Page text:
More than a week after the FBI seized boxes of files from the Buffalo Urban Renewal Agency’s office at City Hall, rumors continue whirling over what the FBI is investigating.
Yet the only word from city officials is BURA is “open for business.”
Federal investigators did not direct BURA to halt any projects or programs, hold up any funds, or get rid of any staff, according to Brendan R. Mehaffy, the BURA vice chairman and executive director of the city’s Office of Strategic Planning.
All projects are continuing, Mehaffy said.
BURA continues to receive all its federal funding, according to a top official with the U.S. Department of Housing and Urban Development.
“Currently, no HUD funding to the Buffalo Urban Renewal Agency has been frozen,” said Lynne Patton, HUD regional administrator for New York and New Jersey.
“My office continues to monitor the situation related to recent activity by the HUD Office of the Inspector General,” she said.
FBI agents interviewed Mehaffy at his home on Nov. 6, then arrived at City Hall along with the IRS and HUD’s inspector general’s office to go through documents in BURA’s housing division office. The agents left City Hall at the end of the day with boxes of documents carried out on two carts.
In the initial aftermath of the raid, organizations doing business with BURA were unsure if their funding would continue, but several agencies contacted by The Buffalo News said they’ve been assured their BURA funding and programs remain intact.
“We’ve been told not to worry,” said Roseann Scibilia, executive director of the University District Development Association, which receives BURA money to help administer housing programs.
In fact, in the days after the raid, anticipated BURA housing funding arrived as scheduled, she said.
Similarly Michael Riegel, who heads Belmont Housing Resources, which manages two major programs for BURA – an owner-occupant rehabilitation loan program and an emergency repair program – was told funding for the programs will continue.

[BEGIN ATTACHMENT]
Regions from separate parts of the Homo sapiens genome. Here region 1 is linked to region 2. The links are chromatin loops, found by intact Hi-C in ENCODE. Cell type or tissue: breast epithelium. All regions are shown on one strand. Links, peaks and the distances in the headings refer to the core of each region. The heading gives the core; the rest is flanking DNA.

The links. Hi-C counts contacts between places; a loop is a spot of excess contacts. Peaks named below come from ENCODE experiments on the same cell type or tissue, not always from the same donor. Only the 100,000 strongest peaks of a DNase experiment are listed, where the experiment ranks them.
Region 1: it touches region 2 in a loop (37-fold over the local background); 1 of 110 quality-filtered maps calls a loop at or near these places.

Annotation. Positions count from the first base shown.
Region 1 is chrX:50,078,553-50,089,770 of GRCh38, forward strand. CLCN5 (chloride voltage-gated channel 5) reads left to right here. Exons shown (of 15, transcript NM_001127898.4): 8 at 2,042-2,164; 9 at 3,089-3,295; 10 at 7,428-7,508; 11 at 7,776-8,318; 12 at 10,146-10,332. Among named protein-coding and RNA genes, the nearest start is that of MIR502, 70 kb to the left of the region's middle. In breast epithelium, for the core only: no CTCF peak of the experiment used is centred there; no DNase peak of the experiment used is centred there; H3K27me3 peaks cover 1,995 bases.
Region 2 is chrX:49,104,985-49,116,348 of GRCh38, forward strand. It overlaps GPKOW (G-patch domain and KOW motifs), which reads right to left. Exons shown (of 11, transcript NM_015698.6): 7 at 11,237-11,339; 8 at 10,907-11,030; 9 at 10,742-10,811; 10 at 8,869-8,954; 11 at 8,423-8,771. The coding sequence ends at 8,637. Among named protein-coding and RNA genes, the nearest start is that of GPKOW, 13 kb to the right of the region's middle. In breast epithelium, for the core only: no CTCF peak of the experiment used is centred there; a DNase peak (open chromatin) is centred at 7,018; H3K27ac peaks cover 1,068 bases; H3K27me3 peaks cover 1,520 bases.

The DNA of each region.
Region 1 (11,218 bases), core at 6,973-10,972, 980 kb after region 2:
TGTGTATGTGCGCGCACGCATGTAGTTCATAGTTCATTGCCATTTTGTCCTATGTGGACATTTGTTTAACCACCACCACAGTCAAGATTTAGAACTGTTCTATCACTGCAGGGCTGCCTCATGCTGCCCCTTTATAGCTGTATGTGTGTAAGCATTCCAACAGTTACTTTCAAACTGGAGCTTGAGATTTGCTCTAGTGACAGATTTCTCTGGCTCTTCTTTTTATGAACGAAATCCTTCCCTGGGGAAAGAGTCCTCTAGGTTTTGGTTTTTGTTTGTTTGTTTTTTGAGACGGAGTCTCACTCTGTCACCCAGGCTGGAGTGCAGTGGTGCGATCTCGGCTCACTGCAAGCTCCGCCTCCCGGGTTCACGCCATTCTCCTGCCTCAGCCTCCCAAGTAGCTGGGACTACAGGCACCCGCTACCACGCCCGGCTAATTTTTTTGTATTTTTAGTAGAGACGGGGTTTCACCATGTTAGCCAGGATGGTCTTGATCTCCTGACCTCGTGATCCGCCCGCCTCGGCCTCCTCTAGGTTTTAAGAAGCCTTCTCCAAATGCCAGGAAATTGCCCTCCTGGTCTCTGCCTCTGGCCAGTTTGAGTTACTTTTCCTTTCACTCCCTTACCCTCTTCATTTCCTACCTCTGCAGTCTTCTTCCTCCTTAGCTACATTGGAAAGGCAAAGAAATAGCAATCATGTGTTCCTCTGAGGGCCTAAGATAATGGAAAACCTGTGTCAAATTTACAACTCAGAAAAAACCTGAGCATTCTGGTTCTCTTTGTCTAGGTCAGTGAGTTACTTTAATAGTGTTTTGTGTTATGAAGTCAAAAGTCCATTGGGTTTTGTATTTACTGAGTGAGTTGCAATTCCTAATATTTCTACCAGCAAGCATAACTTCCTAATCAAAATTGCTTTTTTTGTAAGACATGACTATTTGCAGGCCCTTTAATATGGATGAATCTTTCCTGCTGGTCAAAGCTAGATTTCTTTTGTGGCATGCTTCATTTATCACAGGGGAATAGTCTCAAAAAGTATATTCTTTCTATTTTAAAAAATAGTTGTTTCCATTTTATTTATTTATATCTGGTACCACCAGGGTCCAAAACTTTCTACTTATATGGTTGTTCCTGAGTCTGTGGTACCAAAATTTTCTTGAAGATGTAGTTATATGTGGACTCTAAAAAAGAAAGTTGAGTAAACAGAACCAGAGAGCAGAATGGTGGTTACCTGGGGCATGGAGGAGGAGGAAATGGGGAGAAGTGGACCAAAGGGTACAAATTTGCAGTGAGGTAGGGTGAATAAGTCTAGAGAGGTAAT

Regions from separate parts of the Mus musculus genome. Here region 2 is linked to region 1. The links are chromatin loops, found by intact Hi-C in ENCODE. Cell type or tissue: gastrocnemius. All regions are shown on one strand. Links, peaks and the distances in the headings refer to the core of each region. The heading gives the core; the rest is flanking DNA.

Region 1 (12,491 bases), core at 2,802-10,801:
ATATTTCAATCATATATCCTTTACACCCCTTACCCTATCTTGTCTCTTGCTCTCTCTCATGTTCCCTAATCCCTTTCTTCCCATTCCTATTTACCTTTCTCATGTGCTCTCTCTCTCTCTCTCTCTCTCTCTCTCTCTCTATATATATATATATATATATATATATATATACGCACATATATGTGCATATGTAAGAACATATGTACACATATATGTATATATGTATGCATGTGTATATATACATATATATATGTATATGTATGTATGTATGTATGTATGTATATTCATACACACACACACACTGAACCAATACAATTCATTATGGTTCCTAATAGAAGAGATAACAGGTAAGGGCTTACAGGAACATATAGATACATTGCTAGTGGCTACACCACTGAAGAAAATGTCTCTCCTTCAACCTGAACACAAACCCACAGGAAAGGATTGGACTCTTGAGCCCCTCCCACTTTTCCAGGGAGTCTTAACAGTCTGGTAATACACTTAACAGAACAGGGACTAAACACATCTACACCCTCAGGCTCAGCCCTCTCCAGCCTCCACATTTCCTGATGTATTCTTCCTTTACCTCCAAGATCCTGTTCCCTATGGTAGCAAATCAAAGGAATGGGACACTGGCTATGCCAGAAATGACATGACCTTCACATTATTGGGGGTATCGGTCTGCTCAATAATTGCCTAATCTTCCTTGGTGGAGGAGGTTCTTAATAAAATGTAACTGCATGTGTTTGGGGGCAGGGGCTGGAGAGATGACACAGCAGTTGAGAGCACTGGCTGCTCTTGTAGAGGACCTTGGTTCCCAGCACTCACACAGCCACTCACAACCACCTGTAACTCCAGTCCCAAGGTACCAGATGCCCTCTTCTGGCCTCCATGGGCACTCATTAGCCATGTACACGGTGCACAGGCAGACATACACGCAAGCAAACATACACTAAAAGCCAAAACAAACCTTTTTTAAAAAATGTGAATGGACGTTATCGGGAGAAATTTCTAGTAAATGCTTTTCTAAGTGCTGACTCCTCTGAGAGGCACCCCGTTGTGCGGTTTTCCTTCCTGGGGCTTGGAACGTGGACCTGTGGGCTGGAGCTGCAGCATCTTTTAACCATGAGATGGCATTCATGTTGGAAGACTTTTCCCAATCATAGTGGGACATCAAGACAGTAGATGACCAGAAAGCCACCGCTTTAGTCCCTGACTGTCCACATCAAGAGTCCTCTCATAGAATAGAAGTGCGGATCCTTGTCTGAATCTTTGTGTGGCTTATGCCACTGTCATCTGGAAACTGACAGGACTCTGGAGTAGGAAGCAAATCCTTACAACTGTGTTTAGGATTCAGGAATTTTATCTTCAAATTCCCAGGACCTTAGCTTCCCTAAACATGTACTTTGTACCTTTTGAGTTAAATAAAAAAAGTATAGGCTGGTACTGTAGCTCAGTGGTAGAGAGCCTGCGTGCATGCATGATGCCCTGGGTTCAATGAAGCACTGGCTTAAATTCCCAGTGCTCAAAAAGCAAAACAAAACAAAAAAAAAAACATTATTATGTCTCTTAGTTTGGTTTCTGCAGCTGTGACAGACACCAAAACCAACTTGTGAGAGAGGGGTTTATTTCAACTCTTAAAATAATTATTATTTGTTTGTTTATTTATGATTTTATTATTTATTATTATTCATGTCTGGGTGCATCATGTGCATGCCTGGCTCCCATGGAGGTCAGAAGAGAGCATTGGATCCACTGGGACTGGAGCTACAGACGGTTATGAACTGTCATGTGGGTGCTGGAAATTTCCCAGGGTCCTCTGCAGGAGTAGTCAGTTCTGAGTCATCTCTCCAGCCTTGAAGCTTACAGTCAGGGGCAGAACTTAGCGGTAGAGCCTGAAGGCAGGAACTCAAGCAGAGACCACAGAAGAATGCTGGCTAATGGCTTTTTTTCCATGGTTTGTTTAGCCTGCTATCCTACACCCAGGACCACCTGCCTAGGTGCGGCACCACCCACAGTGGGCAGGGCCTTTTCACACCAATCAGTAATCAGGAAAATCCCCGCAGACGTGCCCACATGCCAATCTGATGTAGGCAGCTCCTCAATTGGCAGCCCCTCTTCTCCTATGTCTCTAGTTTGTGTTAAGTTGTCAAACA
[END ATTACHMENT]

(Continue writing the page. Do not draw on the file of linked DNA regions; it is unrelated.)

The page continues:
Belmont Housing, he said, was told by BURA staff that those programs don’t appear to be the target of the federal probe. “None of the files were removed from City Hall,” Riegel said his agency was told.
BURA officials, like the FBI, have been tight-lipped about what records the agents seized. In addition to the homeowner loan and emergency repair programs, the other major BURA programs involve federal money used by the city, or awarded to nonprofit organizations and other developers, to create new housing for low-to-moderate income renters and home buyers.
Buffalo Mayor Byron W. Brown, who chairs the BURA board, as well as the three city council members who sit on the BURA board, have said they were not told, and did not ask, who the target of the federal investigation is, or what documents were removed from City Hall. Brown repeated those comments this week.
Mehaffy has declined to disclose details about his conversation with the FBI or the documents taken from the BURA office. Mehaffy has, however, said he doesn’t believe BURA has done anything wrong.
Mehaffy and Brown have also said BURA remains “open for business.”
Mehaffy has also talked about the work BURA has done to strengthen its policies since he took over in 2010, and how those updated procedures have resulted in BURA getting “clean audits” from BURA auditors as well as HUD.
“We have been strengthening our policies and procedures for the past decade,” he said. “We continue to seek ways to improve.”
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